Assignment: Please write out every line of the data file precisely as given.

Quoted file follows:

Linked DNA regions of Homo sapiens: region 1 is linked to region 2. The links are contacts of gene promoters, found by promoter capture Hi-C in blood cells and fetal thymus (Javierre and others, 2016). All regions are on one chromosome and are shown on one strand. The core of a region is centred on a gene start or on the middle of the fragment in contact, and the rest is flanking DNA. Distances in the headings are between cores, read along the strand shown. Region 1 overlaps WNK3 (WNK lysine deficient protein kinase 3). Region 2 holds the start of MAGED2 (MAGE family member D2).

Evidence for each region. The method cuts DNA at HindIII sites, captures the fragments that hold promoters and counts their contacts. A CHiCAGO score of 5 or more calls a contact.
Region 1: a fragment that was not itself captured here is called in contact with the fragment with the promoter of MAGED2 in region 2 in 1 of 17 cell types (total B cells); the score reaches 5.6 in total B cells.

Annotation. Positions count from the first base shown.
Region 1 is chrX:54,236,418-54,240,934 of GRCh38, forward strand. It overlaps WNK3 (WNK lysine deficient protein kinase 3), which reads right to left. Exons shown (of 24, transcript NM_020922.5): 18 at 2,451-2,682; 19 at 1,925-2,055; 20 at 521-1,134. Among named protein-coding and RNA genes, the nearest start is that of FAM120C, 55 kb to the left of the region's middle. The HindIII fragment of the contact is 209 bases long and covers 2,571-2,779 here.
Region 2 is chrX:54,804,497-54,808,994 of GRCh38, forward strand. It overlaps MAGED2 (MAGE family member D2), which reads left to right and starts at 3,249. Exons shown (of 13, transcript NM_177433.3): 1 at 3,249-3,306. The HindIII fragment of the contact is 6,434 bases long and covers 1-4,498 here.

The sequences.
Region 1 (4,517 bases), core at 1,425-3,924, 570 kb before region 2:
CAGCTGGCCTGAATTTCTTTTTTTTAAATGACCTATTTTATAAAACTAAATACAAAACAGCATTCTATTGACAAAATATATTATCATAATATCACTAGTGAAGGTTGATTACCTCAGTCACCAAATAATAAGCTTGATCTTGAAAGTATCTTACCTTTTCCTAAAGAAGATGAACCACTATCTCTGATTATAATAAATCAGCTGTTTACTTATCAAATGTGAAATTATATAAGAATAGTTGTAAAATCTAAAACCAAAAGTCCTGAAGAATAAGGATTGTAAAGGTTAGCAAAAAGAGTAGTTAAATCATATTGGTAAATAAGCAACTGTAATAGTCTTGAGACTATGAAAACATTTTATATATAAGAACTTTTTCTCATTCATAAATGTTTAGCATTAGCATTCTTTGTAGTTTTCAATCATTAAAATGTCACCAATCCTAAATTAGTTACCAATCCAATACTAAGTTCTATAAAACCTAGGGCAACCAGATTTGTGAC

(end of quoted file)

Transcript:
Linked DNA regions of Homo sapiens: region 1 is linked to region 2. The links are contacts of gene promoters, found by promoter capture Hi-C in blood cells and fetal thymus (Javierre and others, 2016). All regions are on one chromosome and are shown on one strand. The core of a region is centred on a gene start or on the middle of the fragment in contact, and the rest is flanking DNA. Distances in the headings are between cores, read along the strand shown. Region 1 overlaps WNK3 (WNK lysine deficient protein kinase 3). Region 2 holds the start of MAGED2 (MAGE family member D2).

Evidence for each region. The method cuts DNA at HindIII sites, captures the fragments that hold promoters and counts their contacts. A CHiCAGO score of 5 or more calls a contact.
Region 1: a fragment that was not itself captured here is called in contact with the fragment with the promoter of MAGED2 in region 2 in 1 of 17 cell types (total B cells); the score reaches 5.6 in total B cells.

Annotation. Positions count from the first base shown.
Region 1 is chrX:54,236,418-54,240,934 of GRCh38, forward strand. It overlaps WNK3 (WNK lysine deficient protein kinase 3), which reads right to left. Exons shown (of 24, transcript NM_020922.5): 18 at 2,451-2,682; 19 at 1,925-2,055; 20 at 521-1,134. Among named protein-coding and RNA genes, the nearest start is that of FAM120C, 55 kb to the left of the region's middle. The HindIII fragment of the contact is 209 bases long and covers 2,571-2,779 here.
Region 2 is chrX:54,804,497-54,808,994 of GRCh38, forward strand. It overlaps MAGED2 (MAGE family member D2), which reads left to right and starts at 3,249. Exons shown (of 13, transcript NM_177433.3): 1 at 3,249-3,306. The HindIII fragment of the contact is 6,434 bases long and covers 1-4,498 here.

The sequences.
Region 1 (4,517 bases), core at 1,425-3,924, 570 kb before region 2:
CAGCTGGCCTGAATTTCTTTTTTTTAAATGACCTATTTTATAAAACTAAATACAAAACAGCATTCTATTGACAAAATATATTATCATAATATCACTAGTGAAGGTTGATTACCTCAGTCACCAAATAATAAGCTTGATCTTGAAAGTATCTTACCTTTTCCTAAAGAAGATGAACCACTATCTCTGATTATAATAAATCAGCTGTTTACTTATCAAATGTGAAATTATATAAGAATAGTTGTAAAATCTAAAACCAAAAGTCCTGAAGAATAAGGATTGTAAAGGTTAGCAAAAAGAGTAGTTAAATCATATTGGTAAATAAGCAACTGTAATAGTCTTGAGACTATGAAAACATTTTATATATAAGAACTTTTTCTCATTCATAAATGTTTAGCATTAGCATTCTTTGTAGTTTTCAATCATTAAAATGTCACCAATCCTAAATTAGTTACCAATCCAATACTAAGTTCTATAAAACCTAGGGCAACCAGATTTGTGAC